Irish Immigration Support to Ukrainian Nationals and Residents of Ukraine
Effective from Friday, 26 February, the Department of Justice in Ireland confirmed that visa requirements are being waived for Ukrainians who travel here. The emergency measure will apply to all Ukrainians who arrive in Ireland.
This move is set to "This will streamline and support the swift exit of both the Ukrainian family members of Irish citizens and the family members of people from Ukraine who are resident in Ireland."
Foreign Minister Simon Coveney said on Tuesday. “Anybody leaving Ukraine now not only will be able to travel to Ireland, but they are welcome to come here.”
Q 1. I am a Ukrainian Citizen; do I need a Visa to travel to Ireland?
No, you do not need a Visa to travel to Ireland. The waiving of visa requirements is an emergency measure, which will apply to all Ukrainians travelling to Ireland.
If you travel to Ireland without a visa during the period of the invasion of Ukraine you will initially be given standard 90-day entry permission while appropriate support and protection measures are put in place.
The Department of Foreign Affairs has travel advice at www.dfa.ie/travel for neighbouring countries that people may be planning to travel to, or through.
Please note if you are transiting through another EU country or the UK you may need a transit visa.
Q 2. What are my options after arriving in Ireland?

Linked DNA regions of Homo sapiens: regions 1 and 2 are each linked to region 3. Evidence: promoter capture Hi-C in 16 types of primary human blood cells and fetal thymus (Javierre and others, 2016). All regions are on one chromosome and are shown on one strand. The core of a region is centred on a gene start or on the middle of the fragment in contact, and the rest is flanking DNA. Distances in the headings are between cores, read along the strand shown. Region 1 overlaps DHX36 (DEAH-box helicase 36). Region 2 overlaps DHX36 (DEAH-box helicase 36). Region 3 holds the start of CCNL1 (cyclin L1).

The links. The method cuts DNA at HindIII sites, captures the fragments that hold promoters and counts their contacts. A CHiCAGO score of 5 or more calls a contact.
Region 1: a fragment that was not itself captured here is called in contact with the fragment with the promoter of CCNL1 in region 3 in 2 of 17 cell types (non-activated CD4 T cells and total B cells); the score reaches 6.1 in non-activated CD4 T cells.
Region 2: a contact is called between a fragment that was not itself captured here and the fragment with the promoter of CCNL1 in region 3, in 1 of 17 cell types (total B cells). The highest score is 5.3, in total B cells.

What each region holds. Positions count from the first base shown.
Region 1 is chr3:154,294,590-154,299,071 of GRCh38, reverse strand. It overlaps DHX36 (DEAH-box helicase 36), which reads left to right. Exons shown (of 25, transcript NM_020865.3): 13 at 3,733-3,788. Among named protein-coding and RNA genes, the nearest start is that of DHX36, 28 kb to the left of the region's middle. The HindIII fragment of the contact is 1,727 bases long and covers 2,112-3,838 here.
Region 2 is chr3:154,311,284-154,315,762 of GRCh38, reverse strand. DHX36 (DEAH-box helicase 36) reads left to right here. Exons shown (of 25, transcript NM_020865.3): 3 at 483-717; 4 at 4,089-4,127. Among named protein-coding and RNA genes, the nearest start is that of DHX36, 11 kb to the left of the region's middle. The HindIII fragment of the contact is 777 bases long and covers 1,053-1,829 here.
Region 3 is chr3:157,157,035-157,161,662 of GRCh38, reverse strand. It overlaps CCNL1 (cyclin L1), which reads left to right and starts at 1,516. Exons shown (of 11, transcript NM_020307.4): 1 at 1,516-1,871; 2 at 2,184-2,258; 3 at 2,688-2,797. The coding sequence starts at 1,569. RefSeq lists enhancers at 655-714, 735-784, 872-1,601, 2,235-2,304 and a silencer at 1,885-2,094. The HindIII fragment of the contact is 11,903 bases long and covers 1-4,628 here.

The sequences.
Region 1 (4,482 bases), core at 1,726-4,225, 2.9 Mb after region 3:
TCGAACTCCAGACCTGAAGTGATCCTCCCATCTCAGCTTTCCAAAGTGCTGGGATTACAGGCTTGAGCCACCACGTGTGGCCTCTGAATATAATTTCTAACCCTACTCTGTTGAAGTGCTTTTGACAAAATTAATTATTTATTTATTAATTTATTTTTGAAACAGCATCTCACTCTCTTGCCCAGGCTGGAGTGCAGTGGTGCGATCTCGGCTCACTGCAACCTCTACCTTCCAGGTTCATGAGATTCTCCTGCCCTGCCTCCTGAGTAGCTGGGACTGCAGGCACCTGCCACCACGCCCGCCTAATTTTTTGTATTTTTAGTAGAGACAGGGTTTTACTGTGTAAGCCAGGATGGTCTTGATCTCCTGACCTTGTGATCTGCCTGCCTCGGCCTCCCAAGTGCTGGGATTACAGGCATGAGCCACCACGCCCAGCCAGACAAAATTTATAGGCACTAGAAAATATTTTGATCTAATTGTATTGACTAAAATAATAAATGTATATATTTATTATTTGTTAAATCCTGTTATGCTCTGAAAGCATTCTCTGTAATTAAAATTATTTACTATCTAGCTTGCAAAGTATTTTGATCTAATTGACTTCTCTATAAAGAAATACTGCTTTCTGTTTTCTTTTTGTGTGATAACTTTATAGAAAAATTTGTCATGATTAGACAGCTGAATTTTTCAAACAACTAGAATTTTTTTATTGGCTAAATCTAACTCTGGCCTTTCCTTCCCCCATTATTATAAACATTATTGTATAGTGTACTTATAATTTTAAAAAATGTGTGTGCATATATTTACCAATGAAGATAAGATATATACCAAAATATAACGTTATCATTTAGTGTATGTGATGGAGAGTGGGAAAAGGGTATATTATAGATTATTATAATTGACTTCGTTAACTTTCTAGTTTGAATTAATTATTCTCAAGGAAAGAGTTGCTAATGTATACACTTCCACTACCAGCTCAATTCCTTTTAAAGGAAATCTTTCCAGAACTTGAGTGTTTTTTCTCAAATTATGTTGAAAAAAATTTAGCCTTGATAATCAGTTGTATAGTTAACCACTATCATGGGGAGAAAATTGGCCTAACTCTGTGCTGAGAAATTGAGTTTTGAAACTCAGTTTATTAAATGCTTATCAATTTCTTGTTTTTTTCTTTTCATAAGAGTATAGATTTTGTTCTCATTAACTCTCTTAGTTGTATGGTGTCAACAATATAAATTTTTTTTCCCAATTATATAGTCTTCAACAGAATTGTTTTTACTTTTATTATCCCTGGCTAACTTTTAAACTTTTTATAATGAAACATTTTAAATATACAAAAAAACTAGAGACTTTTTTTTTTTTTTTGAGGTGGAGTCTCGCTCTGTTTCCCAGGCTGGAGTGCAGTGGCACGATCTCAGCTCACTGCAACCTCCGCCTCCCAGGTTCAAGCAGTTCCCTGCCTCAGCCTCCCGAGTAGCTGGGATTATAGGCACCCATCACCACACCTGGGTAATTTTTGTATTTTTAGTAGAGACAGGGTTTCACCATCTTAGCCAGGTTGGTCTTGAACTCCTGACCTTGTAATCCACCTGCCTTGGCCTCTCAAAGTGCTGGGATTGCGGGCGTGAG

Ukrainians who travel to Ireland without a visa have 90 days after they arrive to regularise their status or to apply for asylum through the International Protection system. The following options are available:
A. Through family members
Ukrainian nationals may be able to secure an immigration status based on family links, particularly where the family member in Ireland is an Irish or an EEA national. Processing time for these applications can vary between 6-12 months. There is no special immigration scheme put in place for Ukrainian family members yet, although it would be strongly encouraged.
B. Through Employment
There is also the option to secure employment in Ireland and apply for an employment permit. The current employment permit application processing time is about 4-5 months.
C. Seeking Asylum
Another option for people who arrive in the country is to apply for asylum. In Ireland, this is called the International Protection system. This will enable give you access to accommodation in the direct provision system and a right to work after six months,
When you enter Ireland, if you decide to apply for asylum, you can tell the immigration officer at Border Control that you are seeking international protection or visit the International Protection Office (IPO) in Dublin. The office is located at Timberly House, 79-83 Lower Mount Street, Dublin 2 in Dublin city centre. See the image below. A formal application must be made to the IPO after you arrive in Ireland.
D. EU Temporary Protection Scheme
Ireland is working with EU colleagues on proposals to activate the Temporary Protection Directive, an emergency provision designed to respond quickly and humanely to the mass displacement of Ukrainian people. This will allow entry while appropriate support and protection measures are put in place.
We are awaiting updates from the Irish government to announce the details of how this will work and how individuals may access the permission
Q3. Where Can I find more info?